Report from the Island, May 18-19

The forecast was not good—wind out of the northeast at 15 miles-per-hour with gusts to 30, rain, and waves 1-2 feet. Water temperature 39 degrees. I was tired of pulling dandelions so I went paddling. In a year of record snowfall and now epic flooding I knew the island would be green. It would be worth the effort to cross from Big Arm to Wild Horse.

 

When I pulled into my campsite conditions were dismal. I waited for a lull before setting up my tent. The only flat ground was next to the fire pit. It was a good thing I don’t make fires.

From time to time I checked my latest weather app until I had a sense of the pulse of the storms. In the diastole I pulled on my neoprene top and dry suit. I slid Bluebird into the gray water and pulled for the island. It felt good to sink into the headwinds. When gusts approached I ducked and made low angle strokes. In the lulls I returned to more efficient high angle strokes. Two hours later I pulled my kayak over some logs and secured it in the arms of driftwood. Arrow leaf balsamroot covered the hillsides. Walking through the clusters felt like wading through leather. In the interstices lupine, harebells, biscuit root and vetch reached for their share of the light. Climbing the first slope I came across patches of death camas, false asphodel and starflower. On the rocky crest I watched a pair of young eagles make intersecting gyres or hold positions in the wind with only the slightest movement of individual feathers. Knowing my interval would not last I waded back down the hill and let the rolling chop push me back to camp.

Joyce’s Yucatan soup, heated in my WhisperLite stove, and tortillas warmed on the lid of the pot never tasted so good. I was in my bag by 9 p.m.

The next morning was gray but not raining. The wind had not had time to build waves so I did it again, this time paddling around the corner of the island and into Skeeko Bay. After signing in at the register and seeing that I was only the second kayak to make it to the island this year, I walked the trail to the saddle with, as Andrew Marvell says, a green thought in a green shade. I continued up the east-west ridge and watched the bronze backs of retreating turkeys. They walk uphill faster than I do. Seeing the birds helped explain the broken feather I had found the day before. Peaking over the ridge I spotted four Bighorn rams lounging in the balsamroot. On a rocky nob where I know to look for bitterroot I found the flowers. This early in the season they were all promise and no bloom.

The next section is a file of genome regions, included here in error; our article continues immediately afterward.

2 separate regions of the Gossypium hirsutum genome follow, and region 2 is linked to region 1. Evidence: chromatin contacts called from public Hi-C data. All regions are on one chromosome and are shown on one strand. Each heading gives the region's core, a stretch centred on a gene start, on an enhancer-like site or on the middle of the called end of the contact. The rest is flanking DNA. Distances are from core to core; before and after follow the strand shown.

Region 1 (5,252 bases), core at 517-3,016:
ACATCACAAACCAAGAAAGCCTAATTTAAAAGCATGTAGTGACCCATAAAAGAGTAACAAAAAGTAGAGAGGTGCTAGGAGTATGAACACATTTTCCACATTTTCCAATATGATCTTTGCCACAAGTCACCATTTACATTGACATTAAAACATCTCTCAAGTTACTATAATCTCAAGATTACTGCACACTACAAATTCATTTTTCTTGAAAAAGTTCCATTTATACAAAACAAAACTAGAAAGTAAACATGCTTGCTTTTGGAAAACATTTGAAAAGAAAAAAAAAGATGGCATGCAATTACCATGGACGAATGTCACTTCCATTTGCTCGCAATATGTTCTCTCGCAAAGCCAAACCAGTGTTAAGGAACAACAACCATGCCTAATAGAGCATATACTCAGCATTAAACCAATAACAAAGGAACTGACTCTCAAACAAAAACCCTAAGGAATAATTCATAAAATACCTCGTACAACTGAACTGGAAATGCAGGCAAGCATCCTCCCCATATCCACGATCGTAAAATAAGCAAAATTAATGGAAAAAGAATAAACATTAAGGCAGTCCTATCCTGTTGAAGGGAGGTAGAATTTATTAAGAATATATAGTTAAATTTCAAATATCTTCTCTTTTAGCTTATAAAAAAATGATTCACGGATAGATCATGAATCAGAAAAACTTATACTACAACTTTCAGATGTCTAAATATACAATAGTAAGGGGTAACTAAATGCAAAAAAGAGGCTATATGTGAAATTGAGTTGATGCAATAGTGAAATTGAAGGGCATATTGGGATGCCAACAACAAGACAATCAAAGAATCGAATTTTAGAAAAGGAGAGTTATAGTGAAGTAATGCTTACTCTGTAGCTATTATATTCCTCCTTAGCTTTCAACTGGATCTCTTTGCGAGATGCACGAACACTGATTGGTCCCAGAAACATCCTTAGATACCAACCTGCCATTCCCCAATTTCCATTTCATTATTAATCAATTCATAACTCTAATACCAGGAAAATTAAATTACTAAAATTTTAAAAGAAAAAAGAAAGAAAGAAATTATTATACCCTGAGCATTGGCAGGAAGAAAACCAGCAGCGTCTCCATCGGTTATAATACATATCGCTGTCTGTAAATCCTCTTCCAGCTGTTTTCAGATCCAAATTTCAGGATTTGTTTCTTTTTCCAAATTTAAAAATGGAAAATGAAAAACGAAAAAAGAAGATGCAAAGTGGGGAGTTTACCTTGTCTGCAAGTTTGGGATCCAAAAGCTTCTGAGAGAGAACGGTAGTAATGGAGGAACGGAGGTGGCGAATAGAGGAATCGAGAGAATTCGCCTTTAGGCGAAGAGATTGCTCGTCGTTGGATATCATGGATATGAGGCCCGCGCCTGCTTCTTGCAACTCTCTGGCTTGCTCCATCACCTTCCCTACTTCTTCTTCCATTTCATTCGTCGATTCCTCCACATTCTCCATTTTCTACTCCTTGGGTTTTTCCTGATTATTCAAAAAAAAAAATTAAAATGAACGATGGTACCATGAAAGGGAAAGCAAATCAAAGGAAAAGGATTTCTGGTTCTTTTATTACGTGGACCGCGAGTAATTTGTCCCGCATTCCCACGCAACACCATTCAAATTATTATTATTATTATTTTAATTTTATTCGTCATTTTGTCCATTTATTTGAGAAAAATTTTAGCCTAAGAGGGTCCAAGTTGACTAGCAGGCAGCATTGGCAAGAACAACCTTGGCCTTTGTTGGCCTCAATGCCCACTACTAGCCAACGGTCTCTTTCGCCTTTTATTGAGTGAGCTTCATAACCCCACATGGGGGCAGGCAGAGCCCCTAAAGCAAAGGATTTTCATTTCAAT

Satisfied that I had again made a deep connection to the island I started back down. On the way I heard a low growling off to my right. As I turned my head I caught a glimpse of a red fox in full plumage leaping between the flowers, unhappy that I had disturbed his proprietary rights to the island. Further down the trail I saw where the fox had excavated a vole, exposing the now-dry root and source of the flowers. Gliding down through the trees it seemed this island belongs to its non-human creatures first of all. They take as much pleasure as we do in all the life brought into the open by rain and light. They have first rights to the air and its breezes, the flowers and their variations.

Back on the beach and while climbing back into my yellow ziplock of a dry suit I noticed a group of paddlers crossing over to the island from Dayton. After they landed I walked over to greet them, a pair of guides with a new paddling business and two clients. They, too, had come to see the island in its green splendor. In Montana after a year of fire, snow and flood, this place felt like our Sistine ceiling, our Louvre, our MOMA. It was ours to visit but not remain.

 

 

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Waves Lift